It Never Rains But It Pours

By on February 8, 2018

So, folks, it’s been an expensive few weeks for us. We’ve had to cough up quite a bit of dough that is painful to spend, but at least we’re able to do so, right? 

It sure feels like expensive things always pile up simultaneously. Here’s the rundown on the recent COD big money drains. 

Medical Expenses

Dual dental checkup!

  • We (finally) took both Junior and Mini COD to the dentist! Thanks to a recommendation from a local friend, we found a wonderful dental office that caters to kids. Safari-themed main room, a racecar x-ray seat, neon sunglasses for them to wear during their checkup…it was a fun time. Mini’s first visit and Junior’s second ever, and the dentist liked what he saw. 
  • I (Mrs. COD) went to see a new podiatrist. Plantar fasciitis has returned with a vengeance. I’ve dealt with heel and arch pain since just before our wedding almost eight years ago, but it had been largely under control until the past few months. Now, there are days when I can barely walk due to the stabbing pain in my left heel. Thus, a visit to a doc for my foot was in order. I’m just doing extensive stretching so far, which is helping somewhat, but I may need to start getting cortisone shots for more effective pain relief. 
  • There’s also that pesky issue with my knees, which began back at the end of March. I certainly am not surprised by the knee pain, given my longtime running habit and my family’s notoriously bad history in that area. (Three out of four of my parents’ knees have been replaced, one brother had Osgood Schlatter Disease and surgery, another does ultra-distance races and has suffered various injuries.) Anyway, I had been cutting back more and more on my running mileage and frequency, but after Thanksgiving the pain became so bad I had to go cold-turkey. No running at all. It sucks. Only took two more months to get me in to a doctor, and I just had a MRI to ascertain whether surgery will be required. $$$…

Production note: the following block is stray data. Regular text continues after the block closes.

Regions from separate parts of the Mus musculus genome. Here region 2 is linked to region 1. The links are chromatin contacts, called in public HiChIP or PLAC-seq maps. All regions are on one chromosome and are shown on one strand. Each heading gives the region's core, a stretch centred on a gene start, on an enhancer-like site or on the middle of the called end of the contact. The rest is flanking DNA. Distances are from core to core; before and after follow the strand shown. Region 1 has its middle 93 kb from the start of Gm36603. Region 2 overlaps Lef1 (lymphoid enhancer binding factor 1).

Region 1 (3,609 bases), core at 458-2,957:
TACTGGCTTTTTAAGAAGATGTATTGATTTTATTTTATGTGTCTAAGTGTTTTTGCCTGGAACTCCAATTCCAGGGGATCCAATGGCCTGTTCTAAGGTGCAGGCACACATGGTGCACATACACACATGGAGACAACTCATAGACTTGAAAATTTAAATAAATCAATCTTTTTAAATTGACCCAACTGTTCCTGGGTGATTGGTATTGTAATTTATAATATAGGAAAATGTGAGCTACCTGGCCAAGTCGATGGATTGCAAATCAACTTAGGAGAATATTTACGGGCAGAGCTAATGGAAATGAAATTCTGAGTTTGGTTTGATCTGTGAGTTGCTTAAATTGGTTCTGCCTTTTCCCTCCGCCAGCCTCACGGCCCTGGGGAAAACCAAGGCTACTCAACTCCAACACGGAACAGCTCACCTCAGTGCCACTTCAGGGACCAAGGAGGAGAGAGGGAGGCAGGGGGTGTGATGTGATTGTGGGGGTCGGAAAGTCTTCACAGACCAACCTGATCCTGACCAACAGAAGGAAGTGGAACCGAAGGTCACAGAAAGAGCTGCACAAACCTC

Takeaway from all of the medical issues: having insurance is a good thing and SO important. We will still have quite a bit of out-of-pocket expenses, but perhaps once we meet our deductible it won’t be so bad. 

House Repairs

  • Our heat pump needed some work before Christmas, and we shelled out about a grand for that. Unfortunately, we then had a leak occur at the beginning of our eleven-day holiday trip (when temps hovered around ZERO the whole time). Our subsequent bill due in January was…not fun. 
  • We needed to completely replace the heat pump to the tune of over $7,000. Grrr. After spending a chunk to fix it already, that one really hurt. However, the past three days of our home actually warm has been so lovely! 
  • Our old house has an old roof, one that doesn’t inspire awesome levels of confidence. Honestly, we probably should have asked the seller to spring for a new roof when we bought the house, but we didn’t have the nerve. So, as I type this, a crew is up on the roof making quite a racket removing the old shingles. I’m avoiding the seat directly under glass light fixtures, ha! By the weekend, we’ll have a brand-new roof over our heads! More payments. Cha-ching!